From USNA Virtual Memorial Hall

Frederick Schrader '35

Date of birth: March 12, 1913

Date of death: October 13, 1944

Age: 31

Lucky Bag

From the 1935 Lucky Bag:


Frederick was lost when his F6F-5 Hellcat fighter was shot down over Formosa on October 13, 1944. He was Commander, Air Group (CAG) 11, aboard USS Hornet (CV 12). He was flying an aircraft belonging to Fighting Squadron (VF) 11.

His wife was listed as next of kin.


Frederick earned his wings in 1940. From October 1943 to August 1944 he was commanding officer of Fighting Squadron (VF) 3. He had commanded CAG-11 for only a few weeks.

Distinguished Flying Cross

From Hall of Valor:

(Citation Needed) - SYNOPSIS: Commander Frederick R. Schrader (NSN: 0-74896), United States Navy, was awarded the Distinguished Flying Cross (Posthumously) for extraordinary achievement while participating in aerial flight as Flight Leader of escorting fighter planes over Tinian, Heito, and Formosa, 13 October 1944.

General Orders: Bureau of Naval Personnel Information Bulletin No. 340 (July 1945)
Action Date: October 13, 1944
Service: Navy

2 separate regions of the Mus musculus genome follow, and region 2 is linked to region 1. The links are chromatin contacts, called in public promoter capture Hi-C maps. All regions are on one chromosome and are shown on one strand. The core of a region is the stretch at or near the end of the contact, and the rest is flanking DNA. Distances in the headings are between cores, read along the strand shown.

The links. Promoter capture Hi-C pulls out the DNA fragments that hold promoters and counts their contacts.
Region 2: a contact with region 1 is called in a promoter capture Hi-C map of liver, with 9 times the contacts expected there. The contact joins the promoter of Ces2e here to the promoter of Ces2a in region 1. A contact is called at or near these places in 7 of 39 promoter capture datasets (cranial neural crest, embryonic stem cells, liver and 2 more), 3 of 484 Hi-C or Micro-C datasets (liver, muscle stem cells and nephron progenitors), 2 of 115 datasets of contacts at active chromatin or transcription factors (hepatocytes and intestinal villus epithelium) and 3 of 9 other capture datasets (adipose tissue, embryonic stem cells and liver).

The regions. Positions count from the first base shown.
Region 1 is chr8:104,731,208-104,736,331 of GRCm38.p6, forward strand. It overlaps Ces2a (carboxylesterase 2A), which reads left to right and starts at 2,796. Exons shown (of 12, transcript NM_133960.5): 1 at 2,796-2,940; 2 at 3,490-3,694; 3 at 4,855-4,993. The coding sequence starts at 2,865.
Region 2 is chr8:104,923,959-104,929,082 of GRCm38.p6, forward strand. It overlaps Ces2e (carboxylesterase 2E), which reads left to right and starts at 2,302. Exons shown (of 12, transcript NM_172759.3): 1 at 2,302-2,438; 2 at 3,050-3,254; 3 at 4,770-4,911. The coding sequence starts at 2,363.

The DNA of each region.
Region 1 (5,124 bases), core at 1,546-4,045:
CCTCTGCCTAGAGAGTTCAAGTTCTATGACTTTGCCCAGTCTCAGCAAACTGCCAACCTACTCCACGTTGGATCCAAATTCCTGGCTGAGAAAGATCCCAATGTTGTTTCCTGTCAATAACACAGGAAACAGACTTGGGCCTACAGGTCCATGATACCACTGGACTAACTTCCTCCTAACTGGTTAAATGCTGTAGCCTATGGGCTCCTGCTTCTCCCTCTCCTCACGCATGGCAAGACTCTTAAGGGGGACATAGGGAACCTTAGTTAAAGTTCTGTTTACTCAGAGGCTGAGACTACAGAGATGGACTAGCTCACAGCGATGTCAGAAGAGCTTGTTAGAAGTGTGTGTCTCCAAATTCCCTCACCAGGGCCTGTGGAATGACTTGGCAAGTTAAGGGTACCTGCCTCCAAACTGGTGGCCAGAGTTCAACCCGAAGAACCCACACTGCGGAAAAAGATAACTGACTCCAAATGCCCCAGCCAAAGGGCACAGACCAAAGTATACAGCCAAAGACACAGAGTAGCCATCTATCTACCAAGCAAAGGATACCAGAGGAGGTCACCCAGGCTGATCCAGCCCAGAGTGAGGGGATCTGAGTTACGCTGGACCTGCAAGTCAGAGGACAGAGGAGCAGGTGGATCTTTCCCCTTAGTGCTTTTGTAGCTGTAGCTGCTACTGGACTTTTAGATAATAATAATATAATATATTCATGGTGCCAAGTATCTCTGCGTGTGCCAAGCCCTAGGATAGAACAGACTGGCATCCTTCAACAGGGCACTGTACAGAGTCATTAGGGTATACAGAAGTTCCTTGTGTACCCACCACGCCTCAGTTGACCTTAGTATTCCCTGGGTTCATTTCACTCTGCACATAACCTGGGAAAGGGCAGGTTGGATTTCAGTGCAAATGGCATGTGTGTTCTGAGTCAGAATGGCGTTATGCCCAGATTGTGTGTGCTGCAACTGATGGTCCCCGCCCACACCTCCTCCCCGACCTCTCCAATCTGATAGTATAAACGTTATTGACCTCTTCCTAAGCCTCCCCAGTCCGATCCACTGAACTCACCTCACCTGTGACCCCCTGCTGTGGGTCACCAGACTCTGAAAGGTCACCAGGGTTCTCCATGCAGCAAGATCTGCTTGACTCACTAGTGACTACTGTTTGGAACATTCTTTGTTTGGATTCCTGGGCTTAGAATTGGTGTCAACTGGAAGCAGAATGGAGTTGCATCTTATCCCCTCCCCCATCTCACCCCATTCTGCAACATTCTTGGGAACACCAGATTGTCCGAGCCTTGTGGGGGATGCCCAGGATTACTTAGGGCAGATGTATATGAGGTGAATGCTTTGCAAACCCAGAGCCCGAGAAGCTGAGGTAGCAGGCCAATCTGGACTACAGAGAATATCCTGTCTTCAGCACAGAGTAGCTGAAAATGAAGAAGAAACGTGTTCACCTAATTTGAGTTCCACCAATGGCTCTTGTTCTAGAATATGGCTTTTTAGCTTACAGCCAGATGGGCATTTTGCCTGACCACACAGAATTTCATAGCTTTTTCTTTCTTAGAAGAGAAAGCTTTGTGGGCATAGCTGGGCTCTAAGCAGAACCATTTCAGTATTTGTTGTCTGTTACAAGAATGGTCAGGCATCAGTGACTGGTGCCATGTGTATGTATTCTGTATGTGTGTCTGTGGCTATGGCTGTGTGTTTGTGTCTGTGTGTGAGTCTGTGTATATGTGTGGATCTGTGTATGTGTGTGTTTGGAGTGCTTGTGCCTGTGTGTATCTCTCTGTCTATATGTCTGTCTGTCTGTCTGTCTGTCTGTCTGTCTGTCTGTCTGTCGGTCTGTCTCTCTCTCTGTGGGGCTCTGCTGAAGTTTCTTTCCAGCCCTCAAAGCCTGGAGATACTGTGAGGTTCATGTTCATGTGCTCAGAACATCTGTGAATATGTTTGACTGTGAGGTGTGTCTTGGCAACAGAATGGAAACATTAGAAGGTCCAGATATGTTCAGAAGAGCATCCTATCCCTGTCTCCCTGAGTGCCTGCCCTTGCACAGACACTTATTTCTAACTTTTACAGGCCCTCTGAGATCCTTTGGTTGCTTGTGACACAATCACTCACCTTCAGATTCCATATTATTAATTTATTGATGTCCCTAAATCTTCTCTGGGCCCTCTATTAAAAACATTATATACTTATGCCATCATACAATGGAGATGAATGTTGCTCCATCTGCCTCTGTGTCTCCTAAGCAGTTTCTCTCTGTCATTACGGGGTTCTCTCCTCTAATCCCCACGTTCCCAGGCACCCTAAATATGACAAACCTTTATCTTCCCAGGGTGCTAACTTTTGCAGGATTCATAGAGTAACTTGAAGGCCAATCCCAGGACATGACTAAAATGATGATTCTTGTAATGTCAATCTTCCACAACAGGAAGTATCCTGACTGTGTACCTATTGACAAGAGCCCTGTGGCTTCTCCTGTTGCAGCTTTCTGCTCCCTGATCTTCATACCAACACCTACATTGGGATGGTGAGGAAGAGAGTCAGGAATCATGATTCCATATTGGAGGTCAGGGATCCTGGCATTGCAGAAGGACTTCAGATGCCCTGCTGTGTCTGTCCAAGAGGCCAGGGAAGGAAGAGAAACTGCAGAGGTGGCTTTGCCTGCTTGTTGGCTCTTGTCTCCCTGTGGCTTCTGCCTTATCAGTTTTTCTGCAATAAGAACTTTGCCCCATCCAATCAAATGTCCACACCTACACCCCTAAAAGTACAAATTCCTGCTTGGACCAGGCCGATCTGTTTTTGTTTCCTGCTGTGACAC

Rank: Commander


Frederick's body was most likely recovered by Japanese forces in the area, returned to a local headquarters, and "inspected by an intelligence officer." He was buried as an "unknown" in Taiwan. (Information via documents provided by Matthew Robbins '04 on November 18, 2018.)

From Matthew on March 5, 2018:

I have finally obtained a copy of service record from the National Archives. While the highly desired dental records were not included that could produce a definite match, a copy Schrader's death certificate was included that reveals that at of the time of his death he was approximately 31 years old, 75.5 inches tall, and 187 pounds. The remains of an unknown naval aviator recovered from Formosa and designated X-136 are estimated to be 27 - 30 years old, 74 inches tall, and 210-220 pounds - a very close forensic match further bolstering the existing case for a match based on archival material and eyewitness testimonies. The height match is particularly stunning; there weren't many 6 foot plus Naval Aviators running around in 1944!

If "X-136" is Frederick, he was initially buried on Formosa but was repatriated to the United States after the war; he is currently buried in an "unknown" grave at the National Cemetery of the Pacific in Hawaii.

Class of 1935

Frederick is one of 56 members of the Class of 1935 on Virtual Memorial Hall.